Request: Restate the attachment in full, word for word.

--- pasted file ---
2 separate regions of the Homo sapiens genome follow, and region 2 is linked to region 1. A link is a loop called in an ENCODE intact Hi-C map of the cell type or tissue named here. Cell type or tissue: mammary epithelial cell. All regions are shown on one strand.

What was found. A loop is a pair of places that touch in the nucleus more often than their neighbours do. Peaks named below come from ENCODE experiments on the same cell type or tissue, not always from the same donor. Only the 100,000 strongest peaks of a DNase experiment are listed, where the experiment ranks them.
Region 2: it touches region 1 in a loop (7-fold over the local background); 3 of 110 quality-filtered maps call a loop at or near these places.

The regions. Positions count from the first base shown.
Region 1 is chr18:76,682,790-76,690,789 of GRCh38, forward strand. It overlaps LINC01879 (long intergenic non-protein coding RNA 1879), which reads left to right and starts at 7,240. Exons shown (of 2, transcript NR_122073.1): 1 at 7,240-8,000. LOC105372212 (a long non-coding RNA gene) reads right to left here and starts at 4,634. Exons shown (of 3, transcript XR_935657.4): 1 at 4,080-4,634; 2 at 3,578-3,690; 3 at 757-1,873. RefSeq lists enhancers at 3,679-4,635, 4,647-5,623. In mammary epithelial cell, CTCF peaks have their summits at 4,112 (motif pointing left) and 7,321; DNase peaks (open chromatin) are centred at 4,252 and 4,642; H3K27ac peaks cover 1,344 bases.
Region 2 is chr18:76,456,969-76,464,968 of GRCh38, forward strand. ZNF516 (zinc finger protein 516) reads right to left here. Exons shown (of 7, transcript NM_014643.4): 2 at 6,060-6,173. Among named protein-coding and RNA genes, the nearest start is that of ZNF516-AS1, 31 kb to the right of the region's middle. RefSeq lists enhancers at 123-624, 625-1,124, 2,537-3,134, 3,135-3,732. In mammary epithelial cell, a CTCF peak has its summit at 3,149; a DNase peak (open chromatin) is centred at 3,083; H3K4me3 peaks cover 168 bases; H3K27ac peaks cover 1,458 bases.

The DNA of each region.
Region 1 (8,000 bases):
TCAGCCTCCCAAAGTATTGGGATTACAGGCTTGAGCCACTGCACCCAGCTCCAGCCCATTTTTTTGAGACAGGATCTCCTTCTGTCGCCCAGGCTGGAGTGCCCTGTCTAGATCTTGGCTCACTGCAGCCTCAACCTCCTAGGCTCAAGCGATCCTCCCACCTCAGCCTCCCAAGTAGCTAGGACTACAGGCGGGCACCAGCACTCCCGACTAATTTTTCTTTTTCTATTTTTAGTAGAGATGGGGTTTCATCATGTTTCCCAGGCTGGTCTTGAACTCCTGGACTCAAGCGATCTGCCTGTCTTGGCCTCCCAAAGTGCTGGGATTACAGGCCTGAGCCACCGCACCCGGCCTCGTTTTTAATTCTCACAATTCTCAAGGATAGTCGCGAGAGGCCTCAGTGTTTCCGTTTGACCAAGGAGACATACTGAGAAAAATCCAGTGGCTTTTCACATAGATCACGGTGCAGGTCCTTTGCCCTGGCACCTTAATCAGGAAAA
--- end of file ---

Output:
2 separate regions of the Homo sapiens genome follow, and region 2 is linked to region 1. A link is a loop called in an ENCODE intact Hi-C map of the cell type or tissue named here. Cell type or tissue: mammary epithelial cell. All regions are shown on one strand.

What was found. A loop is a pair of places that touch in the nucleus more often than their neighbours do. Peaks named below come from ENCODE experiments on the same cell type or tissue, not always from the same donor. Only the 100,000 strongest peaks of a DNase experiment are listed, where the experiment ranks them.
Region 2: it touches region 1 in a loop (7-fold over the local background); 3 of 110 quality-filtered maps call a loop at or near these places.

The regions. Positions count from the first base shown.
Region 1 is chr18:76,682,790-76,690,789 of GRCh38, forward strand. It overlaps LINC01879 (long intergenic non-protein coding RNA 1879), which reads left to right and starts at 7,240. Exons shown (of 2, transcript NR_122073.1): 1 at 7,240-8,000. LOC105372212 (a long non-coding RNA gene) reads right to left here and starts at 4,634. Exons shown (of 3, transcript XR_935657.4): 1 at 4,080-4,634; 2 at 3,578-3,690; 3 at 757-1,873. RefSeq lists enhancers at 3,679-4,635, 4,647-5,623. In mammary epithelial cell, CTCF peaks have their summits at 4,112 (motif pointing left) and 7,321; DNase peaks (open chromatin) are centred at 4,252 and 4,642; H3K27ac peaks cover 1,344 bases.
Region 2 is chr18:76,456,969-76,464,968 of GRCh38, forward strand. ZNF516 (zinc finger protein 516) reads right to left here. Exons shown (of 7, transcript NM_014643.4): 2 at 6,060-6,173. Among named protein-coding and RNA genes, the nearest start is that of ZNF516-AS1, 31 kb to the right of the region's middle. RefSeq lists enhancers at 123-624, 625-1,124, 2,537-3,134, 3,135-3,732. In mammary epithelial cell, a CTCF peak has its summit at 3,149; a DNase peak (open chromatin) is centred at 3,083; H3K4me3 peaks cover 168 bases; H3K27ac peaks cover 1,458 bases.

The DNA of each region.
Region 1 (8,000 bases):
TCAGCCTCCCAAAGTATTGGGATTACAGGCTTGAGCCACTGCACCCAGCTCCAGCCCATTTTTTTGAGACAGGATCTCCTTCTGTCGCCCAGGCTGGAGTGCCCTGTCTAGATCTTGGCTCACTGCAGCCTCAACCTCCTAGGCTCAAGCGATCCTCCCACCTCAGCCTCCCAAGTAGCTAGGACTACAGGCGGGCACCAGCACTCCCGACTAATTTTTCTTTTTCTATTTTTAGTAGAGATGGGGTTTCATCATGTTTCCCAGGCTGGTCTTGAACTCCTGGACTCAAGCGATCTGCCTGTCTTGGCCTCCCAAAGTGCTGGGATTACAGGCCTGAGCCACCGCACCCGGCCTCGTTTTTAATTCTCACAATTCTCAAGGATAGTCGCGAGAGGCCTCAGTGTTTCCGTTTGACCAAGGAGACATACTGAGAAAAATCCAGTGGCTTTTCACATAGATCACGGTGCAGGTCCTTTGCCCTGGCACCTTAATCAGGAAAA